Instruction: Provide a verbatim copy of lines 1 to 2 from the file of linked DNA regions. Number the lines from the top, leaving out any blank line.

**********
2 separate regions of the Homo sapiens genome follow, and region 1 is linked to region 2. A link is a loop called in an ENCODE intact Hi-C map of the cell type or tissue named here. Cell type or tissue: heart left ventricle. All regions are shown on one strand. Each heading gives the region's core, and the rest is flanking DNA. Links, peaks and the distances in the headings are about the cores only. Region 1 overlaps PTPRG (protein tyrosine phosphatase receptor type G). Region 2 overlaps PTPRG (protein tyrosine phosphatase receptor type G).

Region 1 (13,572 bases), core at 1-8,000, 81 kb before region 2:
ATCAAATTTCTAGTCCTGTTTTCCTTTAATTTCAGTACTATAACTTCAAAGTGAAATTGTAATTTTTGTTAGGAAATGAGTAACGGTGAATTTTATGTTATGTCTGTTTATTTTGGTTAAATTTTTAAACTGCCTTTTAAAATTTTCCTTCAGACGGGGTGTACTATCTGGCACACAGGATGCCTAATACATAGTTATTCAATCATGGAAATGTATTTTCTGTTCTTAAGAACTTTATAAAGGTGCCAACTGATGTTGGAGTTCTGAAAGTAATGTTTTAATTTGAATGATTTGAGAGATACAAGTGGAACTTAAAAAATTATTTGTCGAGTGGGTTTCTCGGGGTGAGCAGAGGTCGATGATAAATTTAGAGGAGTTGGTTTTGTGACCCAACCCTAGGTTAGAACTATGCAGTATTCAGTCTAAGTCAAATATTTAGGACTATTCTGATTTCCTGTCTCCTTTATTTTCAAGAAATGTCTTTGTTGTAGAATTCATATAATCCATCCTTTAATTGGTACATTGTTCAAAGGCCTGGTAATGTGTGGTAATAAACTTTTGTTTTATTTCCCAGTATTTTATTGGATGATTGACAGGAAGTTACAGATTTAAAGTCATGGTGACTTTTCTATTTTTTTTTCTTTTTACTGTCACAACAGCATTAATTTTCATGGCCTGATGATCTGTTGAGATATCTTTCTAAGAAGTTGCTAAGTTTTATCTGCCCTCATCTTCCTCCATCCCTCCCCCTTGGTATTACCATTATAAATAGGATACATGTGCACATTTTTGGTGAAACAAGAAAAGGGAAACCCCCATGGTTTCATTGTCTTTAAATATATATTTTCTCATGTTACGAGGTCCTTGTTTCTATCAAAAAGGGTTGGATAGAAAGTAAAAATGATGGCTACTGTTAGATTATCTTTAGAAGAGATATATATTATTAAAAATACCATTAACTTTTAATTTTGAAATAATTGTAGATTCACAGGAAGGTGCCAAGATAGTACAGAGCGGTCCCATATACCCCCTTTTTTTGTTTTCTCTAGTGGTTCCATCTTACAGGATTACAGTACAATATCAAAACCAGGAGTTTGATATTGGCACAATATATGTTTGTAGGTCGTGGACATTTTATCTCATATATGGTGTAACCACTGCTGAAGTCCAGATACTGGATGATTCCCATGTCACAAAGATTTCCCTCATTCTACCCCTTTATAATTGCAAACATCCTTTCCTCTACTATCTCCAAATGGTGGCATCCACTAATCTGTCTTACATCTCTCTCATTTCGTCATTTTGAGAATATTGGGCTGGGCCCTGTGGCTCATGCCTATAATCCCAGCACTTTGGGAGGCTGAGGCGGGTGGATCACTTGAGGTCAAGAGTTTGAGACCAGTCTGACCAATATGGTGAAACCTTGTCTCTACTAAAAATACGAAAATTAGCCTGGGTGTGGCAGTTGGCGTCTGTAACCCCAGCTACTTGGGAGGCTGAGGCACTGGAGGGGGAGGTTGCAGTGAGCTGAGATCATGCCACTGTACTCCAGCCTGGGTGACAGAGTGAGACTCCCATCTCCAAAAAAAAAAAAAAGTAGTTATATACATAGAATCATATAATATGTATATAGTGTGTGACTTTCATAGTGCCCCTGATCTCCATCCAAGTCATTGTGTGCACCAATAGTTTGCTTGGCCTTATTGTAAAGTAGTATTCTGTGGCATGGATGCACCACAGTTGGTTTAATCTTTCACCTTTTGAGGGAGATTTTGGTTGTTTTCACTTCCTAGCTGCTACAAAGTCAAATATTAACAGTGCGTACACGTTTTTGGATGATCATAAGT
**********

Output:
2 separate regions of the Homo sapiens genome follow, and region 1 is linked to region 2. A link is a loop called in an ENCODE intact Hi-C map of the cell type or tissue named here. Cell type or tissue: heart left ventricle. All regions are shown on one strand. Each heading gives the region's core, and the rest is flanking DNA. Links, peaks and the distances in the headings are about the cores only. Region 1 overlaps PTPRG (protein tyrosine phosphatase receptor type G). Region 2 overlaps PTPRG (protein tyrosine phosphatase receptor type G).

Region 1 (13,572 bases), core at 1-8,000, 81 kb before region 2: